Best diet for Heart Patients
Best diet for Heart Patients Explained in hindi by Dr Pervez Ali Ahmed, Cardiologist Urgent Care Hospital,Delhi DrBole com
- Control your portion size
How much you eat is just as important as what you eat. Overloading your plate, taking seconds and eating until you feel stuffed can lead to eating more calories than you should. Portions served in restaurants are often more than anyone needs.
Use a small plate or bowl to help control your portions. Eat larger portions of low-calorie, nutrient-rich foods, such as fruits and vegetables, and smaller portions of high-calorie, high-sodium foods, such as refined, processed or fast foods. This strategy can shape up your diet as well as your heart and waistline.
Keep track of the number of servings you eat. A serving size is a specific amount of food, defined by common measurements such as cups, ounces or pieces. For example, one serving of pasta is 1/2 cup, or about the size of a hockey puck. A serving of meat, fish or chicken is about 2 to 3 ounces, or about the size and thickness of a deck of cards. Judging serving size is a learned skill. You may need to use measuring cups and spoons or a scale until you’re comfortable with your judgment.
Vegetables and fruits are good sources of vitamins and minerals. Vegetables and fruits are also low in calories and rich in dietary fiber. Vegetables and fruits contain substances found in plants that may help prevent cardiovascular disease. Eating more fruits and vegetables may help you eat less high-fat foods, such as meat, cheese and snack foods.
Featuring vegetables and fruits in your diet can be easy. Keep vegetables washed and cut in your refrigerator for quick snacks. Keep fruit in a bowl in your kitchen so that you’ll remember to eat it. Choose recipes that have vegetables or fruits as the main ingredients, such as vegetable stir-fry or fresh fruit mixed into salads.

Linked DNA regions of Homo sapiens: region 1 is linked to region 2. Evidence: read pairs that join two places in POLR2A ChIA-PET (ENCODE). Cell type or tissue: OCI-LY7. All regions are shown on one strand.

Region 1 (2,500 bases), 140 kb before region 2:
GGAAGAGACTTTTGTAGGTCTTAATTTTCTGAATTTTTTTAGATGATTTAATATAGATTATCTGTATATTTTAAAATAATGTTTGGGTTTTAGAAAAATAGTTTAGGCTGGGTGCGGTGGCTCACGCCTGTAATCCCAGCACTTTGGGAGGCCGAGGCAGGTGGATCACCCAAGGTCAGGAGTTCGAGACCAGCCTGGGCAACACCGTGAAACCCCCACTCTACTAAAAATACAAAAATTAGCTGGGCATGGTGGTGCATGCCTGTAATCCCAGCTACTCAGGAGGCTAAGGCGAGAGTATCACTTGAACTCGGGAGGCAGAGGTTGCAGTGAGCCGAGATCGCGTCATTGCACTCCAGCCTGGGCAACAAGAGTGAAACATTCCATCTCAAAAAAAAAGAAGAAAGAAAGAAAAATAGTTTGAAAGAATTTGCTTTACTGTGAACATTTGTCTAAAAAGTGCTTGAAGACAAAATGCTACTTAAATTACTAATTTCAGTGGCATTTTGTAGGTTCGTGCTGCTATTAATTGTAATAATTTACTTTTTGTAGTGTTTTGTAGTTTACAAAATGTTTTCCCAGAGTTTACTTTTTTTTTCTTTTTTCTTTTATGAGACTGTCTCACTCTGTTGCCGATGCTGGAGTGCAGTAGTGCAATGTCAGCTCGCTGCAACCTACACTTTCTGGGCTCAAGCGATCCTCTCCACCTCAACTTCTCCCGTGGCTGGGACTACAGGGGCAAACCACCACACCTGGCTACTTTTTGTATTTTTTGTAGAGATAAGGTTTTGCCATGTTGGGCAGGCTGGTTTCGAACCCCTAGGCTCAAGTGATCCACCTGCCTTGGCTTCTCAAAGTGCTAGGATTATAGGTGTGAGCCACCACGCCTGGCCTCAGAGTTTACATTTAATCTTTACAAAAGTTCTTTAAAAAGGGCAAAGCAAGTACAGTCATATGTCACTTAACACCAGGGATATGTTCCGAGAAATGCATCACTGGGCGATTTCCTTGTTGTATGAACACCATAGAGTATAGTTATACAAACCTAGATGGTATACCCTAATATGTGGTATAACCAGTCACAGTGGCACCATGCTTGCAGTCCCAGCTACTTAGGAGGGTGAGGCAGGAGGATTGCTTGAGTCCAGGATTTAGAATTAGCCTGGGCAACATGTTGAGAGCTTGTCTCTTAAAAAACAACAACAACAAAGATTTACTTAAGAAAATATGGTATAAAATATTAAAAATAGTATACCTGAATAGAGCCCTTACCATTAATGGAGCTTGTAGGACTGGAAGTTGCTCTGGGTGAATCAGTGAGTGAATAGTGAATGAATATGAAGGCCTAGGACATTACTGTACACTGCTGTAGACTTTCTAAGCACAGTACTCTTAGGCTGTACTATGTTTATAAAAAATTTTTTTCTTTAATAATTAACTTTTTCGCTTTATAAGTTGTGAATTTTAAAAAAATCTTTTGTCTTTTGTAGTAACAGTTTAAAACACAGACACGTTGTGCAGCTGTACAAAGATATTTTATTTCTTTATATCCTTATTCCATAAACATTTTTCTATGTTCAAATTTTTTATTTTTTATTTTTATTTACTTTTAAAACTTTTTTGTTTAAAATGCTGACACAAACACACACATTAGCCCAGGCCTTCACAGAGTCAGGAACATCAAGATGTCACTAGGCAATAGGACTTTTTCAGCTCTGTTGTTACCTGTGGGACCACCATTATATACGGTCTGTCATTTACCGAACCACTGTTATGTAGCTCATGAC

- Select whole grains
Whole grains are good sources of fiber and other nutrients that play a role in regulating blood pressure and heart health. You can increase the amount of whole grains in a heart-healthy diet by making simple substitutions for refined grain products. Or be adventuresome and try a new whole grain, such as whole-grain farro, quinoa or barley.
Limiting how much saturated and trans fats you eat is an important step to reduce your blood cholesterol and lower your risk of coronary artery disease. A high blood cholesterol level can lead to a buildup of plaques in your arteries, called atherosclerosis, which can increase your risk of heart attack and stroke.
Health tips for Heart Patients Dr Pervez Ali Ahmed Urgent Care Hospital DrBole com Drbole.com
There are many steps people can take to try to prevent heart disease. You can start by concentrating on key lifestyle areas such as eating, exercise, smoking and drinking, and considering other factors like family history, diabetes and stress. Here are 10 top tips for a healthy heart